• Distributions to Settlor’s Spouse: The trustee of the trust makes a distribution to the settlor’s spouse without the consent of an adverse party, or the trustee makes a distribution to the settlor’s spouse ignoring the need for such consent; that distribution decision could cause the trust to be characterized as a grantor trust; [Treas. Reg. 1.676(a)-1(b)(2)(i).] and
  • Implied Agreements: The trustee of the trust, or a trust protector, acts in a manner or follows a pattern of conduct that suggests an implied agreement by the trustee to benefit the settlor or which gives the settlor to control the beneficial enjoyment of the trust’s assets or income; that established pattern of behavior could cause the trust to be characterized as a grantor trust. [Treas. Reg.1.674(a)-1(a).]
  • Example: While the purchase of life insurance on the settlor’s life, a loan to the settlor, or a distribution from the trust to the settlor’s spouse all require an intent to act by the trustee, an implied agreement to cooperate with the settlor through a pattern of conduct could become an inadvertent trap. Consider the fairly recent case SEC v. Wyly, et. al, No. 1:2010cv05760- Document 622 (S.D.N.Y. 2015) which looked to a pattern of action to impute control over non-grantor trusts to their settlors. In that case 17 separate irrevocable non-grantor trusts were established. Each trust used a trust protector, none of whom were related or subordinate to the settlors as defined by IRC 672(c.) The trust protectors gave the trustees investment recommendations, after having solicited the investment opinions of the settlors, which included the trusts’ purchase of collectibles. The trustees, despite their presumed independence and freedom to exercise their discretion, inevitably followed the trust protectors’ (and indirectly the settlors’) investment recommendations. The Court imputed all actions of the trust protectors to the settlors based upon their pattern of action and conduct. What constitutes a pattern of conduct or action that permits a court (or the IRS) to ignore the language used in a trust is problematic at best, especially if a pattern of behavior in how a trust is administered by the trustee could lead to reclassifying the non-grantor trust as a grantor trust.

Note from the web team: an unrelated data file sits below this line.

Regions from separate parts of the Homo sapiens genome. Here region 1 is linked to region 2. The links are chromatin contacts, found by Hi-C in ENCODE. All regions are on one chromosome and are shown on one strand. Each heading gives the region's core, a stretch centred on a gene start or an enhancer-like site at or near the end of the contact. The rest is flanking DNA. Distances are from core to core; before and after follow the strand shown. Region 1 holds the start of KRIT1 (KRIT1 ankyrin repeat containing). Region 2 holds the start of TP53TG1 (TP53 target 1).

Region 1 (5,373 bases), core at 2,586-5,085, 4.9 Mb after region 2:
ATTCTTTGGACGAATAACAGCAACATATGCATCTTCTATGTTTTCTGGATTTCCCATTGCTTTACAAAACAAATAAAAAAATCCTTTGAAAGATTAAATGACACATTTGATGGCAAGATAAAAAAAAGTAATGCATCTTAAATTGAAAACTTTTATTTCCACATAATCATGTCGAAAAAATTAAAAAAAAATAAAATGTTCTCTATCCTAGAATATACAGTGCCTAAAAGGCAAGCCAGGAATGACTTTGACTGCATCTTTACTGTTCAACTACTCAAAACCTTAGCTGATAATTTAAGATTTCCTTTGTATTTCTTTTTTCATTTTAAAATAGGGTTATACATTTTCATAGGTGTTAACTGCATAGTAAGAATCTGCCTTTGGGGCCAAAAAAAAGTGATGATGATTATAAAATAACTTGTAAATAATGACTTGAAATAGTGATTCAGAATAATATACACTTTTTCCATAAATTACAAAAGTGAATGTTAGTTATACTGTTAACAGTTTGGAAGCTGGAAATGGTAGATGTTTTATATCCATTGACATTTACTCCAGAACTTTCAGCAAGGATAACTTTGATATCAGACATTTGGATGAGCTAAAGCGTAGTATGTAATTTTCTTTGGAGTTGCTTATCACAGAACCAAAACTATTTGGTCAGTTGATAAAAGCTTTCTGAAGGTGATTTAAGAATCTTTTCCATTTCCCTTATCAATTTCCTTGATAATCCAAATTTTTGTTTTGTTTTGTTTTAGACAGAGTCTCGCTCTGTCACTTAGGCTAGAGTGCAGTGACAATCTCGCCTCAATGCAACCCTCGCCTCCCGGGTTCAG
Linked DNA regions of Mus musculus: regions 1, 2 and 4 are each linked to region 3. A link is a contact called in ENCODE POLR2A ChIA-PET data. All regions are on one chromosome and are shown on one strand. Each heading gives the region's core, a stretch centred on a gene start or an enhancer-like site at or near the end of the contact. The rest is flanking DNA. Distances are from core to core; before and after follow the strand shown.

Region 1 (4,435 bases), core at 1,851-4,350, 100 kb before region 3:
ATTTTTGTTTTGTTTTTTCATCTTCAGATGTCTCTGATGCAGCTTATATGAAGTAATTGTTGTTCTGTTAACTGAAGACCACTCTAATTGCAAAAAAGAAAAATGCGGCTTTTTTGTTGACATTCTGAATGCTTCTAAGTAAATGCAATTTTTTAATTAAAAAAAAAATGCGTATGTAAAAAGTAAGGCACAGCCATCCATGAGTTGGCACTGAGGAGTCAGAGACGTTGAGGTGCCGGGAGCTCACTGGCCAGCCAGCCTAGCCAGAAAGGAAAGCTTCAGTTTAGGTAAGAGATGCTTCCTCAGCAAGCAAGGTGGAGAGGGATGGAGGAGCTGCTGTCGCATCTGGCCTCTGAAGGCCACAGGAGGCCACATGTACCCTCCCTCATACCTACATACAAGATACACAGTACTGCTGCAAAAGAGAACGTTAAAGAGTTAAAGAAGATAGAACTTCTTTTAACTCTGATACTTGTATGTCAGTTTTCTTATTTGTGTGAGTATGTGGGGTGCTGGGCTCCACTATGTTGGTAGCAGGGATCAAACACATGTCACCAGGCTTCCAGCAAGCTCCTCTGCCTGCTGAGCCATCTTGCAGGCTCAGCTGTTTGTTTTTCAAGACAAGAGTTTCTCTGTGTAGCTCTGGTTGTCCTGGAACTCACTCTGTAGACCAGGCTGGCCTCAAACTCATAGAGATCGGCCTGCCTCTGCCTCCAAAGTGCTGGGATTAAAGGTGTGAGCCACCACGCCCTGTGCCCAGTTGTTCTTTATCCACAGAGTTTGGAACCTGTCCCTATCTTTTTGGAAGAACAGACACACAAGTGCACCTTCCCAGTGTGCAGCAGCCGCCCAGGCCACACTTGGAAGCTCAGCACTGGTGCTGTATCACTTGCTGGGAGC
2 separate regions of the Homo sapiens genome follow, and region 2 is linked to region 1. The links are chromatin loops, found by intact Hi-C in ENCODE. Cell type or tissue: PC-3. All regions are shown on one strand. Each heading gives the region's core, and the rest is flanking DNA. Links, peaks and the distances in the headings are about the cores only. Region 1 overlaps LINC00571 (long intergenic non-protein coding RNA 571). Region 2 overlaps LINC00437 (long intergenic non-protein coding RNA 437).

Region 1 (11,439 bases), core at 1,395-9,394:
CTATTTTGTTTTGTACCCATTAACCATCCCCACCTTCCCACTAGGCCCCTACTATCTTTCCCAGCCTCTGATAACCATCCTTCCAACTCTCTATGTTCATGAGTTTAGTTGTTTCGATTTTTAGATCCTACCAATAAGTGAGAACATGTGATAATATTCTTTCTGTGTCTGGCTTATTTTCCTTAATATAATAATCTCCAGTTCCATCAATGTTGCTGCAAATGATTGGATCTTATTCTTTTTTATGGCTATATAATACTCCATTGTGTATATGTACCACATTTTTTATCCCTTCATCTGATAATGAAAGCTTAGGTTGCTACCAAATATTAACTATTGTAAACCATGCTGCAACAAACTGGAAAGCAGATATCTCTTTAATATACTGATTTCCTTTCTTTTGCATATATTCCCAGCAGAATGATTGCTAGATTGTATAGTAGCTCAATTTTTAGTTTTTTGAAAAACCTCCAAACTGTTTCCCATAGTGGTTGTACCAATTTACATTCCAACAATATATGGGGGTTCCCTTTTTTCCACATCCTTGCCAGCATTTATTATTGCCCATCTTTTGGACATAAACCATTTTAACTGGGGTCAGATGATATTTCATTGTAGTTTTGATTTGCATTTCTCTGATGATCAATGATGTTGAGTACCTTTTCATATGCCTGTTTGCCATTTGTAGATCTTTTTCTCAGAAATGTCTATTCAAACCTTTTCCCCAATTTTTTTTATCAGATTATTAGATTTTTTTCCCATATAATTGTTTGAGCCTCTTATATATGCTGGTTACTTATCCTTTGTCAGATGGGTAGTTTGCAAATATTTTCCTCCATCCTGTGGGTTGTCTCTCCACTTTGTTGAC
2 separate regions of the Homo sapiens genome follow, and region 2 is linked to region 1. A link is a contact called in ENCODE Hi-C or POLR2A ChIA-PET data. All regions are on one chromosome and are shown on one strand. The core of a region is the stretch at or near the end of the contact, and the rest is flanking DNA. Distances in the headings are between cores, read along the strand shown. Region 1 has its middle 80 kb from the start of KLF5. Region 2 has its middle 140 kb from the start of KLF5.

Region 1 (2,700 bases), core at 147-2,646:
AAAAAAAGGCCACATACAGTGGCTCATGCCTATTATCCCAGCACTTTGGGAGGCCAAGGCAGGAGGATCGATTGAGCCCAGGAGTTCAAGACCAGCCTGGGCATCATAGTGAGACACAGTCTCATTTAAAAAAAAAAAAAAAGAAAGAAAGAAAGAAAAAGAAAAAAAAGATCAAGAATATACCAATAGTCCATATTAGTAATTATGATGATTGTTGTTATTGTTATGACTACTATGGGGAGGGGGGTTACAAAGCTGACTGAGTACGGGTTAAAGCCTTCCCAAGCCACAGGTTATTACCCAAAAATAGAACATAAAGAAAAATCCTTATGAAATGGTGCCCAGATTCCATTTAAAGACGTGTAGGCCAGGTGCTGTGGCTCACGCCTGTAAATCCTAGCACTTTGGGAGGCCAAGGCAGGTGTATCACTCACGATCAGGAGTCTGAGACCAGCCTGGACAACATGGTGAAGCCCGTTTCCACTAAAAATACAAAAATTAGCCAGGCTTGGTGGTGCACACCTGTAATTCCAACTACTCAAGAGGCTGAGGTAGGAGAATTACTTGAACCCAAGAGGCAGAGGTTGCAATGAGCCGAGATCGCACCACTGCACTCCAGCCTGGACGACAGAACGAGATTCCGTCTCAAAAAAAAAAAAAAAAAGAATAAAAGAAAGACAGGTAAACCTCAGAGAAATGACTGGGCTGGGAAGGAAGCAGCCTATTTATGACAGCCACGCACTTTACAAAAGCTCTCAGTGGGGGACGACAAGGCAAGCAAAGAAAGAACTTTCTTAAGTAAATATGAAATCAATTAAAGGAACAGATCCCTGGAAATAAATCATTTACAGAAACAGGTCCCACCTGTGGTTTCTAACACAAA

Conclusion: Needless to say there are several other grantor trust provisions of the Tax Code that could inadvertently cause a non-grantor trust to be reclassified as a grantor trust that might arise from how that trust is administered, e.g. the application of trust income to support the settlor’s dependent. [IRC 674(b)(1).] What is important is that how a non-grantor trust is administered by the trustee, along with many of the administrative decisions that the trustee makes, will need to be periodically reviewed but using a grantor trust perspective to determine if a violation of one of the Tax Code provisions occurred, or is about to occur. Probably the most dangerous is the optic of an implied agreement between the trustee and the settlor that arises from a pattern of conduct that attributes the trustee’s powers to the trust settlor, resulting in a conclusion that the trust should be taxed as a grantor trust.